Republican Delegates Offer Bills Pushing In-Person Learning

House Minority Leader Nicholaus R. Kipke (R-Anne Arundel). Photo by Danielle E. Gaines.

Responding to parents frustrated by virtual learning, three Republican delegates said they are proposing legislation to offset some costs that Maryland families incur because their children are not allowed to attend  public schools that are closed to in-person learning.

“Let me make it clear, our number one priority is to get Maryland students back into the classroom as soon as possible,” House Minority Leader Nicholaus R. Kipke (R-Anne Arundel) said during a press conference Thursday morning. He praised Gov. Lawrence J. Hogan Jr. (R) for pressing teacher unions and local school systems to return to classrooms.

The House Minority caucus presented four education bills, including the Real Money for Real Education Act sponsored by Del. Lauren Arikan (R-Harford).

Under her measure, Arikan said, parents living in districts that do not offer full in-person instruction by fall 2021 would be able to apply to receive, for each child, the amount the state spends per child in public school. The money they receive must be spent on private or parochial school for their child. The school district would send that money directly to the school parents choose, Arikan said.

“What’s happened in Maryland has just been a dereliction of duty, and we have really let down our most vulnerable students and asked them to carry the brunt of this pandemic without any cause, so it’s time for us to get our teachers and our students back together in the classroom where they should be,” Arikan said Thursday.

Del. Lauren Arikan (R- Harford and Baltimore counties)

Arikan she said she expects to see additional private schools established to meet demand.

And Arikan said that, “if a parent takes the time to find a new private school and pull their child out, then they will get that voucher until either the child graduates or turns 21.”

Copies of her bill were not yet available, and further details were not presented during the news conference.

This measure is a way to hold local school systems accountable, Kipke said, as they could lose funding if they do not reopen school buildings, under this measure.

In addition, Del. Brenda Thiam (R-Washington) presented her Learning at Home Relief Act, which would provide $250 per child tax credit to offset some of the costs of educating Maryland students at home, such as for child care and faster Internet services.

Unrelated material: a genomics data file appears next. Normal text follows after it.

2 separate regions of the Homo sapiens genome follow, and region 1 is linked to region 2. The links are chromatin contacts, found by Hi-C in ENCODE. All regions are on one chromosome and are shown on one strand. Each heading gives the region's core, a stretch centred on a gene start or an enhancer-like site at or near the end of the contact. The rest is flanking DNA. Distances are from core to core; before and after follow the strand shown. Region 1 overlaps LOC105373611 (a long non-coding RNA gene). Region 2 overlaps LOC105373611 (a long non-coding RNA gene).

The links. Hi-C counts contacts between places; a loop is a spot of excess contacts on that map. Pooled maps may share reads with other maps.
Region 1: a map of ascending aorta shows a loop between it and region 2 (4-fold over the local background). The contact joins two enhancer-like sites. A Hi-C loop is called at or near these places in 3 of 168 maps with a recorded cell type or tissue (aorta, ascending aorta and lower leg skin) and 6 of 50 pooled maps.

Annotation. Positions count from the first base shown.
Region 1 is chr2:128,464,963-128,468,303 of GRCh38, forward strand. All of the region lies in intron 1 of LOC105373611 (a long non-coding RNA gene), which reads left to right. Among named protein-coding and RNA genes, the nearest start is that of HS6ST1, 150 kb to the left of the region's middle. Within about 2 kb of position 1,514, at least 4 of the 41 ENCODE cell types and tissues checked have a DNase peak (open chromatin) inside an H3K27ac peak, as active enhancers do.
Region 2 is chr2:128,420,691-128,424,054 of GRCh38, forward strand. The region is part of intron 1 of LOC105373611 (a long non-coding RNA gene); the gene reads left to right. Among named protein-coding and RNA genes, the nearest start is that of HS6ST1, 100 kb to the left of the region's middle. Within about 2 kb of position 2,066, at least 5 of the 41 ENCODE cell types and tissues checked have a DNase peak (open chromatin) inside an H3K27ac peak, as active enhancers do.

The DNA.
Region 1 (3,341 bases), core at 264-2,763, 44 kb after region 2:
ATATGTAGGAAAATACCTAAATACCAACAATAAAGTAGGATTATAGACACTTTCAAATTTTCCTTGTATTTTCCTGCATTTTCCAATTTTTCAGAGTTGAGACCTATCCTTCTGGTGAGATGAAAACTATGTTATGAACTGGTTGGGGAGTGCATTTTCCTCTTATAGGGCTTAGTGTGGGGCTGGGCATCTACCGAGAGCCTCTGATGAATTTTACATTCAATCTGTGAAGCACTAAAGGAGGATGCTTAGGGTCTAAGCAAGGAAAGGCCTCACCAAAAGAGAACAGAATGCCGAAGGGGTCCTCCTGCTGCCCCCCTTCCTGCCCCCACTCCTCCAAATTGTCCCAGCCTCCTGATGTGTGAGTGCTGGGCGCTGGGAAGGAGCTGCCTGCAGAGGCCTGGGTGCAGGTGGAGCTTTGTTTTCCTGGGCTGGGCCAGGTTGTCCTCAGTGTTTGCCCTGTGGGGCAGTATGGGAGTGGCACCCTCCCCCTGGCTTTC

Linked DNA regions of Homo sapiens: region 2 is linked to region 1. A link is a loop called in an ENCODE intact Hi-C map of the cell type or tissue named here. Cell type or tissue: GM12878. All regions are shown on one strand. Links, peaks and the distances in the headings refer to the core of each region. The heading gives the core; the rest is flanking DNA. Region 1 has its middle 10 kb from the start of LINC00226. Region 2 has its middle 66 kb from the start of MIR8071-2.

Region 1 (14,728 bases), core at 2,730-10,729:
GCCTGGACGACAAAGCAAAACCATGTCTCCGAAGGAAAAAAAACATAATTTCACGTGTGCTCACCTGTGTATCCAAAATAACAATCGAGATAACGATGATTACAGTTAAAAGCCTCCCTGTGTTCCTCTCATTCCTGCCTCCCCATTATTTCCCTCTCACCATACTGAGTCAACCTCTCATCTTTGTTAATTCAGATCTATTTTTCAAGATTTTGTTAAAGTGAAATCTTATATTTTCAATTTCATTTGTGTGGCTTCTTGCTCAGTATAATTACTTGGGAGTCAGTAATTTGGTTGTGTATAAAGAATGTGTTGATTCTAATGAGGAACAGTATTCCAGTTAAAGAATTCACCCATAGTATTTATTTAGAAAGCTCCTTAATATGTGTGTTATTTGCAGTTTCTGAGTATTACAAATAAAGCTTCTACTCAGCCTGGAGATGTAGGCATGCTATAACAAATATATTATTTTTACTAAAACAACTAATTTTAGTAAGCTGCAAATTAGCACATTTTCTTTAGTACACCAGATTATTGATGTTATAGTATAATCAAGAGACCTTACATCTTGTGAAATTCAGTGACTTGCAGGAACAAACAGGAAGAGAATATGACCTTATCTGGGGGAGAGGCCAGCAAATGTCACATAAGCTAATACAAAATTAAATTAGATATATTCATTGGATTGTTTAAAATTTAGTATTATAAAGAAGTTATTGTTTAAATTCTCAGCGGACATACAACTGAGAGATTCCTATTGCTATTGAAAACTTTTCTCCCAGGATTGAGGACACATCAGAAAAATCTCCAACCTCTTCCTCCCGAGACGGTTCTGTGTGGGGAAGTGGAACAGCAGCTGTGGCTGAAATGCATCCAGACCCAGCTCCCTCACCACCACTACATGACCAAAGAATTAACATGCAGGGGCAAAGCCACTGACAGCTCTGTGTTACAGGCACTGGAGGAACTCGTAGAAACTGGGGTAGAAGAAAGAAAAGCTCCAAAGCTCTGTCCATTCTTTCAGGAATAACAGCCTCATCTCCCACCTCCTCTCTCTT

“While costs are going up, many families have had to reduce work time or even quit their jobs entirely in order to supervise their child’s education,” Thiam said. “Maryland families need a break.”

Special needs students have especially been hurt by the school closures, said Del. Michael Griffith (R-Cecil), who has a son with autism. His Education Equality for All Act would mandate school systems to give parents the information and funding necessary to update their child’s individual education program (IEP), which is designed to meet a student’s particular needs.

Griffith is also sponsoring the Vulnerable Student Protection Act. If schools do not fully reopen by fall, his measure would require schools to provide to special-needs and at-risk students, in-person, critical services in areas such as language and behavioral health.

While Hogan, state Superintendent of Schools Karen B. Salmon and Republican leaders tout a return to in-person instruction, teachers’ unions and Democratic leaders are calling for an override of Hogan’s veto of the Blueprint bill, a 10-year multibillion-dollar education reform effort.

However, Minority Leader Kathy Szeliga (R-Baltimore County) said that overriding Hogan’s blueprint veto would be financially irresponsible due to budget limitations from the pandemic. Additional funding from the state and federal government should be enough to return students to classrooms, which is the priority, she said.

Kipke said he believes the Blueprint bill is “unaffordable” and lacks innovation. But proponents of the bill have argued that the Blueprint funding would help mitigate the learning loss and educational disparities exacerbated by the pandemic.

According to the Department of Legislative Services, there is enough money in the Blueprint Fund and the Education Trust Fund Lockbox to pay for the implementation of the Kirwan Commission’s recommendations through 2026.

Although Hogan stated that there is “no public health reason” for students to remain in virtual learning, teachers’ unions disagreed.

“It is abundantly clear in light of the escalating number of infections, mutations, and deaths that coronavirus is anything but predictable,” Cheryl Bost, president of Maryland State Education Association, wrote in a letter to Hogan this week. Students who contract the virus could still transmit it to adults, she continued.

But Kipke lambasted teacher unions for their lack of leadership, asserting that there is enough federal funding to help schools open. “The resources are there. If they’re not using those resources, that’s a failure of leadership and honestly I think it’s an excuse by some not to go back to the classroom,” he said.

The press conference was held, coincidentally or not, during School Choice Week. On Thursday night, Hogan, who has supported sending extra state money to private and parochial schools, tweeted a photo of Government House bathed in red lights to honor the week.

“There are nearly as many non-public schools in Maryland as there are public schools, and we are proud to support innovative models that prepare children for bright future,” he tweeted.

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